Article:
Warhol's first proper lover, to whom he appears to have lost his virginity to, was a 20-year-old called Carlton Alfred Willers, who Warhol called' Willers'. Willers was a clerk at the picture collection of the New York Public Library and Gopnik writes the two men were 'intimate'. But Warhol was 'lousy in bed' as Willers described it, a description Warhol would be given by lovers 'for the rest of his life'. Pictured: Warhol at his art studio
Warhol's first proper lover, to whom he appears to have lost his virginity to, was a 20-year-old called Carlton Alfred Willers, who Warhol called' Willers'. Willers was a clerk at the picture collection of the New York Public Library and Gopnik writes the two men were 'intimate'. But Warhol was 'lousy in bed' as Willers described it, a description Warhol would be given by lovers 'for the rest of his life'. Pictured: Warhol at his art studio

One friend who knew Warhol in the 1950s remembered him saying: 'Oh, my bum is so sore because I met this number and he screwed the a** off me'. The friend didn't believe Warhol because he also had bought into the idea of him as asexual. Yet within a few years, Warhol was having surgery for anal warts and a tear, Gopnik writes. Pictured: Warhol with film director Paul Morissey, Viva and Gordon Locksley in 1968
One friend who knew Warhol in the 1950s remembered him saying: 'Oh, my bum is so sore because I met this number and he screwed the a** off me'. The friend didn't believe Warhol because he also had bought into the idea of him as asexual. Yet within a few years, Warhol was having surgery for anal warts and a tear, Gopnik writes. Pictured: Warhol with film director Paul Morissey, Viva and Gordon Locksley in 1968

That year he met Jed Johnson (pictured together), who would later become a famed interior designer, and the two stayed together for 12 years. At the time Johnson was a 19-year-old college kid from California who worked at The Factory fixing things up. He moved in with Warhol and they 'functioned as husband and husband' and appeared to have a full sexual relationship
That year he met Jed Johnson (pictured together), who would later become a famed interior designer, and the two stayed together for 12 years. At the time Johnson was a 19-year-old college kid from California who worked at The Factory fixing things up. He moved in with Warhol and they 'functioned as husband and husband' and appeared to have a full sexual relationship

ANDY WARHOL (1928-1987) A pair of portraits of the famed artist duo Gilbert & George.

ANDY WARHOL (1928-1987) A pair of portraits of the famed artist duo Gilbert & George.
ANDY WARHOL (1928-1987) A pair of portraits of the famed artist duo Gilbert & George. Polaroids, the images measuring 95.3x73 mm; 3 3/4x2 7/8 inches, the sheets slightly larger, each with Warhol's embossed copyright blind stamp on recto. 1975.

ANDY WARHOL (1928-1987) A pair of portraits of Keith Peterson and Mike Walsh.

ANDY WARHOL (1928-1987) A pair of portraits of Keith Peterson and Mike Walsh.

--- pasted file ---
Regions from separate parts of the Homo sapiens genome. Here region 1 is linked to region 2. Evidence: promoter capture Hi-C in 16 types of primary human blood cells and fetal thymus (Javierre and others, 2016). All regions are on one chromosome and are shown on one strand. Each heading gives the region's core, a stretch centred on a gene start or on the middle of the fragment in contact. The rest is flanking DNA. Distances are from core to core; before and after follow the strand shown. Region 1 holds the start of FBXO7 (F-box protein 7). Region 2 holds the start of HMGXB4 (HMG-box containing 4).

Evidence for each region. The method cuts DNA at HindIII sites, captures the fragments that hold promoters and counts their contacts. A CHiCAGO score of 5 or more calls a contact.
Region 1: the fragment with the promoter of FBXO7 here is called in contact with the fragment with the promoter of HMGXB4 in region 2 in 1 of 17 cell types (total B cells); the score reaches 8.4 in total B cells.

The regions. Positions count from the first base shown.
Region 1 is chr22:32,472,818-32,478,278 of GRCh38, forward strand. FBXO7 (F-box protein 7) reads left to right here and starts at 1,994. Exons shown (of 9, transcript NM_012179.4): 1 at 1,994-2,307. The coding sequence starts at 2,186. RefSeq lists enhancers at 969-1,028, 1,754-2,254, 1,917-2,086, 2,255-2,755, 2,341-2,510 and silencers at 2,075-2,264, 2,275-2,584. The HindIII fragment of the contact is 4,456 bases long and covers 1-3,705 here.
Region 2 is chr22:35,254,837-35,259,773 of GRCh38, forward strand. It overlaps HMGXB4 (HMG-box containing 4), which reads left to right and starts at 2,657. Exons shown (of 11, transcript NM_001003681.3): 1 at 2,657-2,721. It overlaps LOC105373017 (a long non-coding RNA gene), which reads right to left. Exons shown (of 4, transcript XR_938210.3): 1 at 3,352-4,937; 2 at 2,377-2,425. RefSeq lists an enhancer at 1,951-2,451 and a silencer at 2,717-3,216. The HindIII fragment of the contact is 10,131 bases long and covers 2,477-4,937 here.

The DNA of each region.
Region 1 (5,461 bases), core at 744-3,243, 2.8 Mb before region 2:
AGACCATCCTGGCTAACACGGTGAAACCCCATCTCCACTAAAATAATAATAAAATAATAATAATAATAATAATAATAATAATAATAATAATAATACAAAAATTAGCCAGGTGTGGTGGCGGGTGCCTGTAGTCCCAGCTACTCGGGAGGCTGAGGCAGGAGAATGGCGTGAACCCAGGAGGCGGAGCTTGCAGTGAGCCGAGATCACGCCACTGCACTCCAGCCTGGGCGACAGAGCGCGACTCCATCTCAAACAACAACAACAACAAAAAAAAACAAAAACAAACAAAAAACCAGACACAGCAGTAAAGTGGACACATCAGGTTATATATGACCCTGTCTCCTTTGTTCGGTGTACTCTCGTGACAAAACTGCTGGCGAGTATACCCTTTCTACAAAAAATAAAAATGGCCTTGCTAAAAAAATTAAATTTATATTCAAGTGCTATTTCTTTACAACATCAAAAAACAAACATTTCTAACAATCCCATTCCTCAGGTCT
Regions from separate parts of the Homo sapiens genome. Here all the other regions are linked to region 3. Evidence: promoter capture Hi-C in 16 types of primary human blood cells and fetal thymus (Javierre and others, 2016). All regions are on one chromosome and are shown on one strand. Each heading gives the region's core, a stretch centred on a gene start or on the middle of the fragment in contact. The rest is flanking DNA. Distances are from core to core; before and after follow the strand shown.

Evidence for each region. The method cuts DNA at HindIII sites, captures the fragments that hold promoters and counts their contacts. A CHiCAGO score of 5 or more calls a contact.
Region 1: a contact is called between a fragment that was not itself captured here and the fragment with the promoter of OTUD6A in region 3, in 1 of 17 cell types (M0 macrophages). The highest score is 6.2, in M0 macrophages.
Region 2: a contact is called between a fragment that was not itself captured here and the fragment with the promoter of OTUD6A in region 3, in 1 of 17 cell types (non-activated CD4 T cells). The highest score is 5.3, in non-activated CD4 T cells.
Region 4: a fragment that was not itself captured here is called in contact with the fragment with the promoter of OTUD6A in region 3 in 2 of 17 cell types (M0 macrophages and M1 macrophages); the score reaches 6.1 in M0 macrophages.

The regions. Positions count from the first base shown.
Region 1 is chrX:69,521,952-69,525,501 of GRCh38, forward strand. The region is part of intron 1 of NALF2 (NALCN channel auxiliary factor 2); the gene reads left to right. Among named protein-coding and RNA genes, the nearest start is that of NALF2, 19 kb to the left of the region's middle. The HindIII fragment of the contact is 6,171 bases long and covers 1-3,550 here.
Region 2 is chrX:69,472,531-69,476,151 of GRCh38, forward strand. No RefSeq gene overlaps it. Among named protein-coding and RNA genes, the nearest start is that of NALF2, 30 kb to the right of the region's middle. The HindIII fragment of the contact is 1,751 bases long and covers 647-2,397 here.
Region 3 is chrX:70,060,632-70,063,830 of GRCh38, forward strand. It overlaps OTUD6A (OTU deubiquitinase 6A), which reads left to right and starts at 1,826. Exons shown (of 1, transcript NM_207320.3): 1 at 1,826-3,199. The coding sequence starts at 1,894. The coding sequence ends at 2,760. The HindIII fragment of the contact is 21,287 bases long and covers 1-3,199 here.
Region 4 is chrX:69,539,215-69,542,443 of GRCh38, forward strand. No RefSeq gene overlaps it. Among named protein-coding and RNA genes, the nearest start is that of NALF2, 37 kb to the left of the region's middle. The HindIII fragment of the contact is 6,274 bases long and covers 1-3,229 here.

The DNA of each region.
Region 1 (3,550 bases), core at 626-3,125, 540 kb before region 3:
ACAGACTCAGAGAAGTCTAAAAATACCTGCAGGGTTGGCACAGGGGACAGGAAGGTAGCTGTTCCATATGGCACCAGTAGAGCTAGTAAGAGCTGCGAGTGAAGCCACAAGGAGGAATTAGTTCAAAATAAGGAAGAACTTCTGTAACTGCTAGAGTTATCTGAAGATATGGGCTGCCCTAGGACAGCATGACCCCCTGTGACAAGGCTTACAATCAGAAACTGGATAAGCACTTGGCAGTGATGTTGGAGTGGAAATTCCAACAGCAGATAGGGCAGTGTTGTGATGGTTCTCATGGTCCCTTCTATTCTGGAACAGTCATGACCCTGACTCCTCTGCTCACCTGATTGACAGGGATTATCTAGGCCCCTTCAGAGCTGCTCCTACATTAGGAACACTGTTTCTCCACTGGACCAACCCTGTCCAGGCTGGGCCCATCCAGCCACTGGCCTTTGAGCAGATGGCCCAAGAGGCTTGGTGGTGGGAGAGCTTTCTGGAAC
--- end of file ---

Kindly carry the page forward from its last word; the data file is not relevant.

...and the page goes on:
ANDY WARHOL (1928-1987) A pair of portraits of Keith Peterson and Mike Walsh. Polaroids, each image measuring 95x73 mm; 3 3/4x2 7/8 inches, the sheet 108x86 mm; 4 1/4x3 3/8 inches, the photograph of Keith Peterson with Warhol's embossed copyright blind stamp on recto. 1983-85. This pair of photographs features body builder Keith Peterson and Warhol's studio assistant Mike Walsh. The images are reproduced in Barbara Hitchcock's "The Polaroid Book" (Taschen), where the image of Mike Walsh is erroneously dated 1977.


Hotel Chelsea, New York City


The Broad, Los Angeles


Vesuvius, Museo Nazionale di Capodimonte

Warhol was gay.[4][5] Interviewed in 1980, he indicated that he was still a virgin—biographer Bob Colacello who was present at the interview felt it was probably true and that what little sex he had was probably "a mixture of voyeurism and masturbation—to use [Andy's] word ''abstract''".[6] Warhol's assertion of virginity would seem to be contradicted by his hospital treatment in 1960 for condylomata, a sexually transmitted disease.[7] It has also been contradicted by his lovers, including Warhol muse BillyBoy who has said they had sex to orgasm: "When he wasn't being Andy Warhol and when you were just alone with him he was an incredibly generous and very kind person. What seduced me was the Andy Warhol who I saw alone. In fact when I was with him in public he kind of got on my nerves….I'd say: 'You're just obnoxious, I can't bear you."[8] Asked if Warhol was only a voyeur, Billy Name also denied it, saying: "He was the essence of sexuality. It permeated everything. Andy exuded it, along with his great artistic creativity….It brought a joy to the whole art world in New York."[9] "But his personality was so vulnerable that it became a defense to put up the blank front."[10] Warhol's lovers included John Giorno,[11] Billy Name,[12] Charles Lisanby,[13] and Jon Gould. His boyfriend of 12 years was Jed Johnson, whom he met in 1968, and who later achieved fame as an interior designer.[14]

Warhol's first proper lover, to whom he appears to have lost his virginity to, was a 20-year-old called Carlton Alfred Willers, who Warhol called' Willers'. Willers was a clerk at the picture collection of the New York Public Library and Blake Gopnik, author of Warhol, writes the two men were 'intimate'. But Warhol was 'lousy in bed' as Willers described it, a description Warhol would be given by lovers 'for the rest of his life'. Willliers said Warhol was 'certainly not passionate, he was more passionate about food and eating'. Warhol's passions were for 'the beautiful people who owned and frequented certain restaurants', Gopnik writes. It took a lot of coaxing to have sex and Warhol could 'barely manage intimacy' said Willers, who revealed that occasionally during an 'intimate moment' when they were cuddling Warhol cried. Gopnik writes: 'He'd tell Willers that he's been thinking about something sad from his past, but it seems just as likely that Warhol had a depressive streak that few got to see - unless they looked closely at his art.'